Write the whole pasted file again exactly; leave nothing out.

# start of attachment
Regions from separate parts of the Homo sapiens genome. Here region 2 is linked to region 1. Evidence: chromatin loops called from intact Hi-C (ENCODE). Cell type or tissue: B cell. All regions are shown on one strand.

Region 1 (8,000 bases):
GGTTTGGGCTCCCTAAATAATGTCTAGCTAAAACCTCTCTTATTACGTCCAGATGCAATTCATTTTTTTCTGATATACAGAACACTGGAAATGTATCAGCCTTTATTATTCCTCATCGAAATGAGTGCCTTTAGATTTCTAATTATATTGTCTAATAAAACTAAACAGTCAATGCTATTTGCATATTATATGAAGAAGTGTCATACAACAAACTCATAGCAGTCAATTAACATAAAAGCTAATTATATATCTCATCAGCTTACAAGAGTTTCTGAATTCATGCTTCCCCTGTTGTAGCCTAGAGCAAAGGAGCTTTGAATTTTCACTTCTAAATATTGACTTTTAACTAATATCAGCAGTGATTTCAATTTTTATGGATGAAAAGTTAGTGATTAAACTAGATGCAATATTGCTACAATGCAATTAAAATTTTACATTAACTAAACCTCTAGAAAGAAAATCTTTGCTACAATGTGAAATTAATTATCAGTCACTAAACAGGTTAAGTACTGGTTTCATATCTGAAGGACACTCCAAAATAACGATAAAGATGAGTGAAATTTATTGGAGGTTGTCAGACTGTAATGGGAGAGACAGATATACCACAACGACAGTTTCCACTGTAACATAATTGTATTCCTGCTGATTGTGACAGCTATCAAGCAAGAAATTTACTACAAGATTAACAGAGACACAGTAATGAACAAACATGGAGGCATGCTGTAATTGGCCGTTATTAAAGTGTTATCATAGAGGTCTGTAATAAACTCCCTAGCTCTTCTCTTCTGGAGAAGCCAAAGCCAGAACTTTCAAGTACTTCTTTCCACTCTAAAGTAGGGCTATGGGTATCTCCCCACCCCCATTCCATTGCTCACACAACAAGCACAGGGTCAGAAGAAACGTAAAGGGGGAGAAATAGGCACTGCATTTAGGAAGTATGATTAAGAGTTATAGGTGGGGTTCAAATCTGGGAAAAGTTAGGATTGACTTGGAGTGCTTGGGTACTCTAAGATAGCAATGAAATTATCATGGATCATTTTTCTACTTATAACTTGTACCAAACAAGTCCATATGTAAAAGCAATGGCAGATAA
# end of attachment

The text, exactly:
Regions from separate parts of the Homo sapiens genome. Here region 2 is linked to region 1. Evidence: chromatin loops called from intact Hi-C (ENCODE). Cell type or tissue: B cell. All regions are shown on one strand.

Region 1 (8,000 bases):
GGTTTGGGCTCCCTAAATAATGTCTAGCTAAAACCTCTCTTATTACGTCCAGATGCAATTCATTTTTTTCTGATATACAGAACACTGGAAATGTATCAGCCTTTATTATTCCTCATCGAAATGAGTGCCTTTAGATTTCTAATTATATTGTCTAATAAAACTAAACAGTCAATGCTATTTGCATATTATATGAAGAAGTGTCATACAACAAACTCATAGCAGTCAATTAACATAAAAGCTAATTATATATCTCATCAGCTTACAAGAGTTTCTGAATTCATGCTTCCCCTGTTGTAGCCTAGAGCAAAGGAGCTTTGAATTTTCACTTCTAAATATTGACTTTTAACTAATATCAGCAGTGATTTCAATTTTTATGGATGAAAAGTTAGTGATTAAACTAGATGCAATATTGCTACAATGCAATTAAAATTTTACATTAACTAAACCTCTAGAAAGAAAATCTTTGCTACAATGTGAAATTAATTATCAGTCACTAAACAGGTTAAGTACTGGTTTCATATCTGAAGGACACTCCAAAATAACGATAAAGATGAGTGAAATTTATTGGAGGTTGTCAGACTGTAATGGGAGAGACAGATATACCACAACGACAGTTTCCACTGTAACATAATTGTATTCCTGCTGATTGTGACAGCTATCAAGCAAGAAATTTACTACAAGATTAACAGAGACACAGTAATGAACAAACATGGAGGCATGCTGTAATTGGCCGTTATTAAAGTGTTATCATAGAGGTCTGTAATAAACTCCCTAGCTCTTCTCTTCTGGAGAAGCCAAAGCCAGAACTTTCAAGTACTTCTTTCCACTCTAAAGTAGGGCTATGGGTATCTCCCCACCCCCATTCCATTGCTCACACAACAAGCACAGGGTCAGAAGAAACGTAAAGGGGGAGAAATAGGCACTGCATTTAGGAAGTATGATTAAGAGTTATAGGTGGGGTTCAAATCTGGGAAAAGTTAGGATTGACTTGGAGTGCTTGGGTACTCTAAGATAGCAATGAAATTATCATGGATCATTTTTCTACTTATAACTTGTACCAAACAAGTCCATATGTAAAAGCAATGGCAGATAA